Thes cup fungi were growing on two chunks of wood; nearby were numerous LBMs (obs. 11483), seen in the backgrounds of the photos of the largest cup.
First three photos show the largest cup. Next photo shows a clump of smaller cups elsewhere on the same piece of wood. Next three show a very small cup that may or may not be the same species growing on a different, but close by, piece of wood. This one was less than a centimeter in its longest dimension and is probably just the youngest of the bunch rather than being a different species.
There had been a thunderstorm at around 4:30 PM on the twentieth, with quite a hard rain. Total rainfall where I live was minor, but in Pembroke it exceeded half a centimeter according to official (Environment Canada) records.
So it may not be that surprising that I found at least ten distinct species of mushroom within a region of only a few square meters in one of the damper parts of those woods when I went there the next day. Besides these cup fungi and the mushrooms:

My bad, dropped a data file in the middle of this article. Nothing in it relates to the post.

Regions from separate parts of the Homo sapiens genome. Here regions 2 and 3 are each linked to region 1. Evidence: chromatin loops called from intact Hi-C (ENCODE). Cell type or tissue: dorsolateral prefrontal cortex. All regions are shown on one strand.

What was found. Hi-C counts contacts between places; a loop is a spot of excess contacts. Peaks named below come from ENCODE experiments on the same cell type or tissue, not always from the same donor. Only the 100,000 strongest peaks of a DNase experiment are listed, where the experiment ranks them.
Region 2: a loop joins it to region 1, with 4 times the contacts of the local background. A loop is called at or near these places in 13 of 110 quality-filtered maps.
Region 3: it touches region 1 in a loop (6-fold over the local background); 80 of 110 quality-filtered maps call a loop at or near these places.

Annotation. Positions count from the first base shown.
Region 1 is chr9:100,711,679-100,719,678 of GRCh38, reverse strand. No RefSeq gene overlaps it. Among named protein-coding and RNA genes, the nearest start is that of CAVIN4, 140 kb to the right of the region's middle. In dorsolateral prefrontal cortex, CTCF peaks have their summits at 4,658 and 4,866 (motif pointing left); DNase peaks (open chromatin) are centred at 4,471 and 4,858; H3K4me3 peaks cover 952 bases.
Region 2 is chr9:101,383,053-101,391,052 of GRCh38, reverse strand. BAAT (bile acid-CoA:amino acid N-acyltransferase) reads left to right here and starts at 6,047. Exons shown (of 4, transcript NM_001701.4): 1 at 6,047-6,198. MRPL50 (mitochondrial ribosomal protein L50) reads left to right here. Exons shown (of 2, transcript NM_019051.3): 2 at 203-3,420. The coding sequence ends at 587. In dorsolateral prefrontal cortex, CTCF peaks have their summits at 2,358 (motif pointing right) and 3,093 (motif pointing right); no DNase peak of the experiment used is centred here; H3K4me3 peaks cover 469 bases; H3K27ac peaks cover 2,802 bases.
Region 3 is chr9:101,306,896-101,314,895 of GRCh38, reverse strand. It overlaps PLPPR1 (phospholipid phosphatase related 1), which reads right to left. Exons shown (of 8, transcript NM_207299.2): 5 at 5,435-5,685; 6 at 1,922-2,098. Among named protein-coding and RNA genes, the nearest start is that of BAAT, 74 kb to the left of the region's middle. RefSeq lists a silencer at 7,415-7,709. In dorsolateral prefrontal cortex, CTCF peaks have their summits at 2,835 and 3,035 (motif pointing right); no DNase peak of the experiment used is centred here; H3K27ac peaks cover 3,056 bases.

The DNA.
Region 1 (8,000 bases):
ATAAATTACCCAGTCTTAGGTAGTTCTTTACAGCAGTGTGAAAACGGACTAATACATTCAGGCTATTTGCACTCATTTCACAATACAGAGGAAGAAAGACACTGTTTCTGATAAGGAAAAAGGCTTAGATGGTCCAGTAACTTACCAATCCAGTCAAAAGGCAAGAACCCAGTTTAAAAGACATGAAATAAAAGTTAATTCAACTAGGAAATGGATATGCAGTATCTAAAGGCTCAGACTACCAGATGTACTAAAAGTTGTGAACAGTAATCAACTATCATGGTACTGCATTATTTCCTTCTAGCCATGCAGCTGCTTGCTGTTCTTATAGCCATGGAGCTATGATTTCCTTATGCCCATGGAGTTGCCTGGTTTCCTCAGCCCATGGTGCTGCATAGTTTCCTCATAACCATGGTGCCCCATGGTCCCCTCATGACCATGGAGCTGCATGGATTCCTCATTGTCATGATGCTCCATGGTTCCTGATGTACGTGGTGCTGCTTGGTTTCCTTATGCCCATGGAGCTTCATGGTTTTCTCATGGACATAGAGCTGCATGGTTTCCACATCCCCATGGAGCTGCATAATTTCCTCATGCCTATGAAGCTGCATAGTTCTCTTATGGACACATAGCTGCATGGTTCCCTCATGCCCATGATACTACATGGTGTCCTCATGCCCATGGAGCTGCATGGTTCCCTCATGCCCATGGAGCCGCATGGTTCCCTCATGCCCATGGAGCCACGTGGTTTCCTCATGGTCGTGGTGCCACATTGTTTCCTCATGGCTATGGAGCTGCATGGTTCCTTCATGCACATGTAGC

Close by was an earth tongue (obs. 11486) and at least three other agaric species (obs. 11480, 11481, and 11482); not much farther away was a bolete (obs. 11479).
On a fairly close by log was a pink mushroom (obs. 11478) and on another were several small brown cortinarii with yellow gills (obs. 11476), and close by these there were some scattered yellow mushrooms (obs. 11467).
There were more agarics nearby that I ignored, so the total species count was probably closer to 15 than 10.
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Created: 2008-09-23 14:27:17 CDT (-0400)
Last modified: 2008-09-23 14:27:17 CDT (-0400)
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